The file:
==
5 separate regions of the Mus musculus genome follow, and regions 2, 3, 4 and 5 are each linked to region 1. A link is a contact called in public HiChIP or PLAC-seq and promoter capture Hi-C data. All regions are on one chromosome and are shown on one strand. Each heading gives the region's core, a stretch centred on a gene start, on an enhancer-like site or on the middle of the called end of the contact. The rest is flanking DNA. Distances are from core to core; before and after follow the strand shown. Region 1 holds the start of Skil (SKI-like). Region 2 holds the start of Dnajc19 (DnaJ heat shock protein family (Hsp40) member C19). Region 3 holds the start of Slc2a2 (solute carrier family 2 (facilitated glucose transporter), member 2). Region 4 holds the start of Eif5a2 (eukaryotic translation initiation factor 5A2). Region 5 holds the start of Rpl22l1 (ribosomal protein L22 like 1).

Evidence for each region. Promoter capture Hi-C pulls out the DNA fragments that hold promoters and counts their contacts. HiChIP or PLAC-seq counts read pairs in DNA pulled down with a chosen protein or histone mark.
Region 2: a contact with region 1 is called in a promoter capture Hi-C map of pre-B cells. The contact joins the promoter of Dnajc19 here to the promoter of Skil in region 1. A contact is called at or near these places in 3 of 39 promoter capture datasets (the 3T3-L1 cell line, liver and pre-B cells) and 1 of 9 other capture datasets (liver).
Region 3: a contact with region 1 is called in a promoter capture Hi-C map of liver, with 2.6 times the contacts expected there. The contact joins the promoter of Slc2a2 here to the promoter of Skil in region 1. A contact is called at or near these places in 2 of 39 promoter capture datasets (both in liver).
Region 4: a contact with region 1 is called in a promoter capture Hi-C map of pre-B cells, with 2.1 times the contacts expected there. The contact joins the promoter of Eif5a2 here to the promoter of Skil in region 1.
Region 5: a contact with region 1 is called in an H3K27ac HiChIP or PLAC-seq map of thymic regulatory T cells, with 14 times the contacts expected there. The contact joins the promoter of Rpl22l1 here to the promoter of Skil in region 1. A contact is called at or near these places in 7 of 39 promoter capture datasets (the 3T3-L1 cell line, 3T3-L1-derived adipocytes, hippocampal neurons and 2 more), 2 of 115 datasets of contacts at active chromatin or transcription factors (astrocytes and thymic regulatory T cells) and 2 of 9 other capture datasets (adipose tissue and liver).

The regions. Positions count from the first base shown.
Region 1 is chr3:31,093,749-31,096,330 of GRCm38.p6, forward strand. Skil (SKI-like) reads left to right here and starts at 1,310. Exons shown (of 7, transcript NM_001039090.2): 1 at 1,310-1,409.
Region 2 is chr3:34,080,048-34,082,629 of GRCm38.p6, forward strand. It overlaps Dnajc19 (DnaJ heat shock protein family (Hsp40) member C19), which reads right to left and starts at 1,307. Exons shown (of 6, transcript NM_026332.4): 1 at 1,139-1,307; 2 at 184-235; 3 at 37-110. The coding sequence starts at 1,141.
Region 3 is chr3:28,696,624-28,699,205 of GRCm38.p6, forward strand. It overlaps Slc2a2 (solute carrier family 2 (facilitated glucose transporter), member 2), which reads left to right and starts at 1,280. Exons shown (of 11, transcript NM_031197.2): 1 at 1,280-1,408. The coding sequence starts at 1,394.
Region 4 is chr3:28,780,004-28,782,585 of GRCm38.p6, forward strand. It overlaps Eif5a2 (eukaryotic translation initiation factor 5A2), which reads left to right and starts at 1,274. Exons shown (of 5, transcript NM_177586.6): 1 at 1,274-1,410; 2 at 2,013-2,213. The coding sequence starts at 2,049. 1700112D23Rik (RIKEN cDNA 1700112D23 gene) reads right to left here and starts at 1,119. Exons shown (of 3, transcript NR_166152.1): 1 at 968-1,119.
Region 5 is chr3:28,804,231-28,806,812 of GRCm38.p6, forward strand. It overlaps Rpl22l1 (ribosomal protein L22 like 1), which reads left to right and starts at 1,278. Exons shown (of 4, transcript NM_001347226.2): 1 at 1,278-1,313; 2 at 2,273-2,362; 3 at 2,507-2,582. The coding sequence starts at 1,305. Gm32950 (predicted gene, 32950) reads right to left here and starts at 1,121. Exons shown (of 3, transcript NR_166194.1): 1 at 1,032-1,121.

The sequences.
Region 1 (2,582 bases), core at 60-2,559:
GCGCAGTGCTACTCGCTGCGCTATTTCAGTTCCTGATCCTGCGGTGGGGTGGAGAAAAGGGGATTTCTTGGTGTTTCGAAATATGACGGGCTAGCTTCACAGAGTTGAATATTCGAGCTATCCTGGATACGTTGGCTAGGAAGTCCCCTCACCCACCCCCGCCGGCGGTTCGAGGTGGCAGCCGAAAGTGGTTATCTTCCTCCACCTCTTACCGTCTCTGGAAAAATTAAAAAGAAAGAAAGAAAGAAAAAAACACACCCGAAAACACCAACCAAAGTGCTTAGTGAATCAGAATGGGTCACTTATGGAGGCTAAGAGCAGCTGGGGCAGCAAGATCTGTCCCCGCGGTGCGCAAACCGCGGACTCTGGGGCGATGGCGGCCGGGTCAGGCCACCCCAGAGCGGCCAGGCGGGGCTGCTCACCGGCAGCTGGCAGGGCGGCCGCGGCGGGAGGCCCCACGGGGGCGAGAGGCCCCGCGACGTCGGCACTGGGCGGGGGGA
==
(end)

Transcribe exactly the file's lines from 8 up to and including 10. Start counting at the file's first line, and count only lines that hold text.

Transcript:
Region 1 is chr3:31,093,749-31,096,330 of GRCm38.p6, forward strand. Skil (SKI-like) reads left to right here and starts at 1,310. Exons shown (of 7, transcript NM_001039090.2): 1 at 1,310-1,409.
Region 2 is chr3:34,080,048-34,082,629 of GRCm38.p6, forward strand. It overlaps Dnajc19 (DnaJ heat shock protein family (Hsp40) member C19), which reads right to left and starts at 1,307. Exons shown (of 6, transcript NM_026332.4): 1 at 1,139-1,307; 2 at 184-235; 3 at 37-110. The coding sequence starts at 1,141.
Region 3 is chr3:28,696,624-28,699,205 of GRCm38.p6, forward strand. It overlaps Slc2a2 (solute carrier family 2 (facilitated glucose transporter), member 2), which reads left to right and starts at 1,280. Exons shown (of 11, transcript NM_031197.2): 1 at 1,280-1,408. The coding sequence starts at 1,394.